Lost. Disheartened. Defeated. I've had those days. All of us who teach have had them. We question ourselves, our work, our purpose. We question whether we matter.

Angela Meirs would tells us: You Matter. And you do. I do too. We all do. We matter every single day we get up and do our best by the students we teach. Even when our best means we're still learning, we're still figuring it out.

Still, that sly fox, doubt, sneaks around behind us and nips our heel.

It seems whenever that sly fox fixes his sights on me, encouragement finds me. He clears his throat to get my attention. Sometimes He is soft spoken: a shy smile, a whisper, a line in a book, a Word. If I don't hear him He gets louder. He tends to repeat himself until I get the message. He's spoken to me at school, in grocery stores,  restaurants, and parking lots.  He's speaks words or blue skies or sunrise.  I will be lost, then suddenly, I see. I  hear: "Miss! Ms. Spillane... remember me? I remember you..."

Conversations ensue. Laughter follows. Spirits lift.

Never in my wildest dreams could I have imagined such a shout of encouragement coming from the stage at Carnegie Hall. Did that really happen?

You never know what students are thinking or what they will remember or what they will one day say--in public, at a sold-out show, in front of their parents, their families, famous writers and thousands of Nerdfighters.


So, Hank Green, about whom I've written here, here and in my recent book Reading Amplified, thank you. Thank you for your encouragement last night. But I know it's really not about me. And it's not really about teachers and crushes and whatnots. The story is bigger than that.

It's a love story. They fall for the world and in the falling others are caught up. It's a story of how two brothers came to be all-in. And how two brothers are able to walk with hope and conviction into an uncertain future seeding love in a community that is changing the world.

It brings tears to my eyes, but it has a happy ending. It is absolutely joyous to see and to share in.
Thanks, Hank.

Tuesday, January 15, 2013

Ode to These Knees

Camp Gladiator Color Run team. 

Ode to These Knees

Oh knees with your articular cartilage
ball joiner of joints complex
Oh knees with your miraculous bending ,
bearing , standing,  shifting and swiveling.

These knees are stiff knees,
worker knees squatting and standing
these knees are boot camp complainers
slapped and cajoled into sprinting and hopping.
Creaking and cracking these knees sprint yards and run miles

Who would believe these knees once swiveled and swayed with abandon:
balancing the ball of their joint between tibia and femur
just so
they  danced and dodged, cycled and rope jumped,
dug in, they locked and held their breath to play tug of war .
They delighted in tall trees, polished wood, slick ice, steep hills, manicured paths, and new concrete--
gasping at flights which threatened their very skin
on roller blades , ice skates, cross-trainers , Chucky Taylors and Jimmy Choos.

Oh these knees have known disco balls and back seats,
perfumes and lotions, ocean salts and bath bubbles.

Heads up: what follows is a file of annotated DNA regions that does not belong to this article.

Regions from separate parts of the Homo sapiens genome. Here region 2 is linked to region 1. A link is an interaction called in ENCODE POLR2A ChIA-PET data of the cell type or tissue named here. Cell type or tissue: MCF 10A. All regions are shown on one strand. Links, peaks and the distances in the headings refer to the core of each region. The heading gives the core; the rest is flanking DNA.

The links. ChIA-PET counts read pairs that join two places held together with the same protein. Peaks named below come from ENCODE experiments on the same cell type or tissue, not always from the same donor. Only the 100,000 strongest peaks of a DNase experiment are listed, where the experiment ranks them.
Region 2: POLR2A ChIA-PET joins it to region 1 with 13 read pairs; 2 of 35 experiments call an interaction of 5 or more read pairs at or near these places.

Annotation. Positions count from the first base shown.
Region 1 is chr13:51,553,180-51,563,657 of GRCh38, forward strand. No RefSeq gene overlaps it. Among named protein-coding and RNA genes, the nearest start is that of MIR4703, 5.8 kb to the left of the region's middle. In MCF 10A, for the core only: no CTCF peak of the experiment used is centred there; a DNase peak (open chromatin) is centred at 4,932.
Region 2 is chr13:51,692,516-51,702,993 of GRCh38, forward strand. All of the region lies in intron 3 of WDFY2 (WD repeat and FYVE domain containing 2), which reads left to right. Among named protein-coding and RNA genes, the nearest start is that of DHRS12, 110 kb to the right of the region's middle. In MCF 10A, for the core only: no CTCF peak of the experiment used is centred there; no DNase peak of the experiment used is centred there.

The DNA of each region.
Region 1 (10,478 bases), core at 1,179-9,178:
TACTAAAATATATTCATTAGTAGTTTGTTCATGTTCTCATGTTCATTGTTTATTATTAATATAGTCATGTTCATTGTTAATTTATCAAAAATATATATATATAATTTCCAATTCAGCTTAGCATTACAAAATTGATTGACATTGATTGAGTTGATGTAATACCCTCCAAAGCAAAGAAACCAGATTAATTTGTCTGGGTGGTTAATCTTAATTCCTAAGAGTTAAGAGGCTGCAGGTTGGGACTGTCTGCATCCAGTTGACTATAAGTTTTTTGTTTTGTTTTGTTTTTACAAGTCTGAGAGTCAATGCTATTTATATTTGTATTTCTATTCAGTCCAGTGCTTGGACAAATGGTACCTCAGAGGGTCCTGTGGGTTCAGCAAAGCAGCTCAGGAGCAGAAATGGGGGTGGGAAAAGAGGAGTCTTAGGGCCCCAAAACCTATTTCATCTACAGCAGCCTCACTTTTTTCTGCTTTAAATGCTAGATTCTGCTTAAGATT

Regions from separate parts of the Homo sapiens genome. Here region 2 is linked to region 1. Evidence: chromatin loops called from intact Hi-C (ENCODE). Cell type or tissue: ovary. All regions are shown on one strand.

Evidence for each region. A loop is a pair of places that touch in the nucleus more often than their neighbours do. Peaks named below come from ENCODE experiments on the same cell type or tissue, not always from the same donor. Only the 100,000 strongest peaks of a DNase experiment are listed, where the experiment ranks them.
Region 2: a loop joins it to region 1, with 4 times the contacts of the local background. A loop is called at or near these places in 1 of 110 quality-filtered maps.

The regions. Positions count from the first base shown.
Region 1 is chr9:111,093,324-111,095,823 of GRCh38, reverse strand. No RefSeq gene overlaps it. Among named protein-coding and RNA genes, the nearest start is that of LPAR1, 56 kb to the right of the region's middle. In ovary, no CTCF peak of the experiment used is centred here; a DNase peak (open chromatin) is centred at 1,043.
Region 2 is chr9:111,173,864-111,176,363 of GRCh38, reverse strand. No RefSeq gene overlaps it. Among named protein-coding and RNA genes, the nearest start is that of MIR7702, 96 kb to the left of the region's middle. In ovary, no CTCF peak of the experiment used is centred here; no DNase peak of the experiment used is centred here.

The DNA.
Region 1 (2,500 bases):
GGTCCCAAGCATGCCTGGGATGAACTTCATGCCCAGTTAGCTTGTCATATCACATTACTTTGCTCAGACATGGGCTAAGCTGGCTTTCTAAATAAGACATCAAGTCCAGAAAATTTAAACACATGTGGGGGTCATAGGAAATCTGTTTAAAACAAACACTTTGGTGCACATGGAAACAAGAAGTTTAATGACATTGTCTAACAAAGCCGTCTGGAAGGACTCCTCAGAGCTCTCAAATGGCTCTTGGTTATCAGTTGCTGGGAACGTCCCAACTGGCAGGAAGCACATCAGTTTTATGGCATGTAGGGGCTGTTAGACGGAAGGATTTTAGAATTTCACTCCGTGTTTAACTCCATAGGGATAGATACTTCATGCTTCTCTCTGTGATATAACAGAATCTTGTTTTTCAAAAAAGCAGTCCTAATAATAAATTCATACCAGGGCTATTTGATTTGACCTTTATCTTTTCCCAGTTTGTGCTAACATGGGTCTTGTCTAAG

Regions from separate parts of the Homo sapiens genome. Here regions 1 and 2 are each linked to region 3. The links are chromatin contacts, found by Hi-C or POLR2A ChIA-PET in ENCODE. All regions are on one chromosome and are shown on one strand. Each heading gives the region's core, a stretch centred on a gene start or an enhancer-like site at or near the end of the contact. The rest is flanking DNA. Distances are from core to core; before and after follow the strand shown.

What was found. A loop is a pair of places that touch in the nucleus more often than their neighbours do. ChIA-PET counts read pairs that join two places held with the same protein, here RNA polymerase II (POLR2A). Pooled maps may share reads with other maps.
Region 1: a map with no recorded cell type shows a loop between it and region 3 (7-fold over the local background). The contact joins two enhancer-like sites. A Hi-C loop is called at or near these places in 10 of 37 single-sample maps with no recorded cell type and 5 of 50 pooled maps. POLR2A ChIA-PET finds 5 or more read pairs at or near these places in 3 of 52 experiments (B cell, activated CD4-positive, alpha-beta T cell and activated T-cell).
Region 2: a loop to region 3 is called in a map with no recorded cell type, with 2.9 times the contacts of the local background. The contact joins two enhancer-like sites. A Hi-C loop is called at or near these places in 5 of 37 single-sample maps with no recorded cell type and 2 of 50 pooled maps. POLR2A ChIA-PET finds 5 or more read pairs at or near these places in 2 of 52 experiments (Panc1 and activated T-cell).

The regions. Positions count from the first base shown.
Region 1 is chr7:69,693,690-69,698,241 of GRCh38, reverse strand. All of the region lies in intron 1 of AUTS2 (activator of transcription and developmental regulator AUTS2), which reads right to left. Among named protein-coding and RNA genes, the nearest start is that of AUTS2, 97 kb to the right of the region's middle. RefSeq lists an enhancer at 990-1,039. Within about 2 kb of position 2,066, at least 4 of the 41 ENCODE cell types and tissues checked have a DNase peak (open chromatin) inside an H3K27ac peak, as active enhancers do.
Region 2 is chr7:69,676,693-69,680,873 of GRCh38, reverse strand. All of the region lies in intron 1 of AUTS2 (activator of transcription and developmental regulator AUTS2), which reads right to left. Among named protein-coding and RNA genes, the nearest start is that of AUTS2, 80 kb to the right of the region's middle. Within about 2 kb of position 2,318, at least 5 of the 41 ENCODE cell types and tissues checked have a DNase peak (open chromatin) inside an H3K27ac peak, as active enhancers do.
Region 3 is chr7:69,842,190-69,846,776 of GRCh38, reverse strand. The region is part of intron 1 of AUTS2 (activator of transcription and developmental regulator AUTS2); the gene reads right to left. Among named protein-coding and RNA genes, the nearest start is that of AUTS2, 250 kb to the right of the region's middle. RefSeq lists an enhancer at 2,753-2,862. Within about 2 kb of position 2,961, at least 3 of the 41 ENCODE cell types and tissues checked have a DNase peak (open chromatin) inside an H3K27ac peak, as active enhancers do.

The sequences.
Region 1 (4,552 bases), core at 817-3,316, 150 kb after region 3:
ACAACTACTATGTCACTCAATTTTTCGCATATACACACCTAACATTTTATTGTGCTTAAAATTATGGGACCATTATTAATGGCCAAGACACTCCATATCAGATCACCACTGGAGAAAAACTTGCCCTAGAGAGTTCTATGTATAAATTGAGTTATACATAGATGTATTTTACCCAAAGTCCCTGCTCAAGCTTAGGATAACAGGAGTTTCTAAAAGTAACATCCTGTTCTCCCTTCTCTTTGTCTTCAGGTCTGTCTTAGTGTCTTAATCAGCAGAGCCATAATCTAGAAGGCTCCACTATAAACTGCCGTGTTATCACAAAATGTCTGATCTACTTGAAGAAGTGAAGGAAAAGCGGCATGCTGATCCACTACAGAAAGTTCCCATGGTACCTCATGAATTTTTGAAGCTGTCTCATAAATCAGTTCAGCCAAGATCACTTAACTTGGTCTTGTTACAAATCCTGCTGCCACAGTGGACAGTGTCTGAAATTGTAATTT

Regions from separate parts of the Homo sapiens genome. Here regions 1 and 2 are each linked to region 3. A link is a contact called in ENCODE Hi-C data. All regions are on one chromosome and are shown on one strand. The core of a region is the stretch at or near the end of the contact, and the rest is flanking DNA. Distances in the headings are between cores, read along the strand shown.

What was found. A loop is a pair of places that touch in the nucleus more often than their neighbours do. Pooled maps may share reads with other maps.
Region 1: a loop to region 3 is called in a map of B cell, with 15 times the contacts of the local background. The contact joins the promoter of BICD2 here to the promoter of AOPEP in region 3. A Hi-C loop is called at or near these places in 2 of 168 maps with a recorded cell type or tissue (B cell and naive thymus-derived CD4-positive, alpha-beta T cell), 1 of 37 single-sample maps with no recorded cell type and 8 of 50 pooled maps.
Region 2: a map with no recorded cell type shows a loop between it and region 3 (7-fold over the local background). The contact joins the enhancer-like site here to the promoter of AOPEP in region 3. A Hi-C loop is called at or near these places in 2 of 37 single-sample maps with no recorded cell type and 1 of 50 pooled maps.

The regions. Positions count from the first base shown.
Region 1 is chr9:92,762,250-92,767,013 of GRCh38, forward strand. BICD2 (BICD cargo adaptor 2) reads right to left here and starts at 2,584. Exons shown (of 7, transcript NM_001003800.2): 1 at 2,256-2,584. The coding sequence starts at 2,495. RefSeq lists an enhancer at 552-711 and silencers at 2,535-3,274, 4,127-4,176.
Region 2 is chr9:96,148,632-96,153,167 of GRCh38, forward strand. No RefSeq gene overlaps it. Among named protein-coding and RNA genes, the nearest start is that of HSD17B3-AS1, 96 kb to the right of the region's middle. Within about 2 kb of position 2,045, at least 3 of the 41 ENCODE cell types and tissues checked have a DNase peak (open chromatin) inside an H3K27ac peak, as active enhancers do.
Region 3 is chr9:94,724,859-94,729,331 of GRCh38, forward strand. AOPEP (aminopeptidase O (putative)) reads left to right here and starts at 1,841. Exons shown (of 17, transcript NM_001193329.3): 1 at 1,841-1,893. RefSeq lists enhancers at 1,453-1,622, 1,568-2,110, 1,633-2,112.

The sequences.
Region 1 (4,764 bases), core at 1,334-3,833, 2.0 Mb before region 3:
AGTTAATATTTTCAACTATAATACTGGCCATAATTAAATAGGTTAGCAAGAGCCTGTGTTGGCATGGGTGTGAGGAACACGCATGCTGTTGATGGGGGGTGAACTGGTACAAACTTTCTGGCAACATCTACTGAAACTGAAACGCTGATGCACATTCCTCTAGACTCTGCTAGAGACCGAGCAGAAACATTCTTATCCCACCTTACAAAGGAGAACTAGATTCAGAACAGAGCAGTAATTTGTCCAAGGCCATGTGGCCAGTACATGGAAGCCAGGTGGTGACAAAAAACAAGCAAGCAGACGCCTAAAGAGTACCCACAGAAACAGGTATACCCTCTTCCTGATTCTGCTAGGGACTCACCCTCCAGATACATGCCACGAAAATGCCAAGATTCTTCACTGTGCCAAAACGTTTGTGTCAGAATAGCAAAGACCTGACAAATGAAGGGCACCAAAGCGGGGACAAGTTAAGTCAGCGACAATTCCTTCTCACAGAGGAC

These knees have swung from
bar stools and love seats,  counter tops and park benches, limbs and jungle gyms,.

Oh these knees seize their days!

Carry on fearless knees!
Though the battle be tough and the  Gladiator field uneven,
hold firm brave Meniscus and Honorable ACL.
Soldier on against the enemy of age and couch-comfort.
Stride straight and bear the weighty future.

 *inspired by The Color Run, Doug Reeder and Camp Gladiator Orlando and Lucille Clifton's "Homage to My Hips" Watch Clifton in this piece by Bill Moyers.

Visit Two Writing Teachers for a second Slice of Life helping-
-always on Tuesday and everyday in March.

Monday, January 14, 2013

It's Monday! What Are You Reading? 1-14-13

Host by Kellee & Jen from
Teach Mentor Texts
I missed last Monday. It was back to school and packing lunches and making coffee and organizing for the week. Then once I arrived at school. Well, you can imagine! I wish I'd left my classroom a bit tidier. Wish I'd planned and planned and graded and recorded and responed during vacation. But I didn't and to be truthful, I'm glad that I didn't. I enjoyed catching up last week. There was enough. Enough time to get what needed doing done. Enough to keep me busy.

Ruth Ayres wrote a great enough piece last week on Two Writing Teachers. It's sustained me last week.  I sent it to teachers and administrators at my school. Many emailed back to say it was just what they needed.
I love those just in time, perfect reads. Be they blog posts or books.

Books I'm reading this week include Godwink Stories by Squire Rushnell and Louise Duart, Art at the Speed of Life edited by Pam Carriker and  Daniel Handler and Maria Kalman's Why We Broke Up. How I missed  the latter when it came out, I don't know. It is gorgeous. Printed on amazing, heavy-weight, gloss paper, Kalman's painting pop. Handler's writing--the description and the listing--delightful to read.

Godwink and Art at the Speed of Life are books I will be dipping into over the next few weeks. Both were gifts. Godwink Stories talks about lifes' coincidences as winks from God--little things people notice that put their hearts at ease or cheer them. The art book is chock-full of cool techniques I'm going to try as I paint my way toward summer.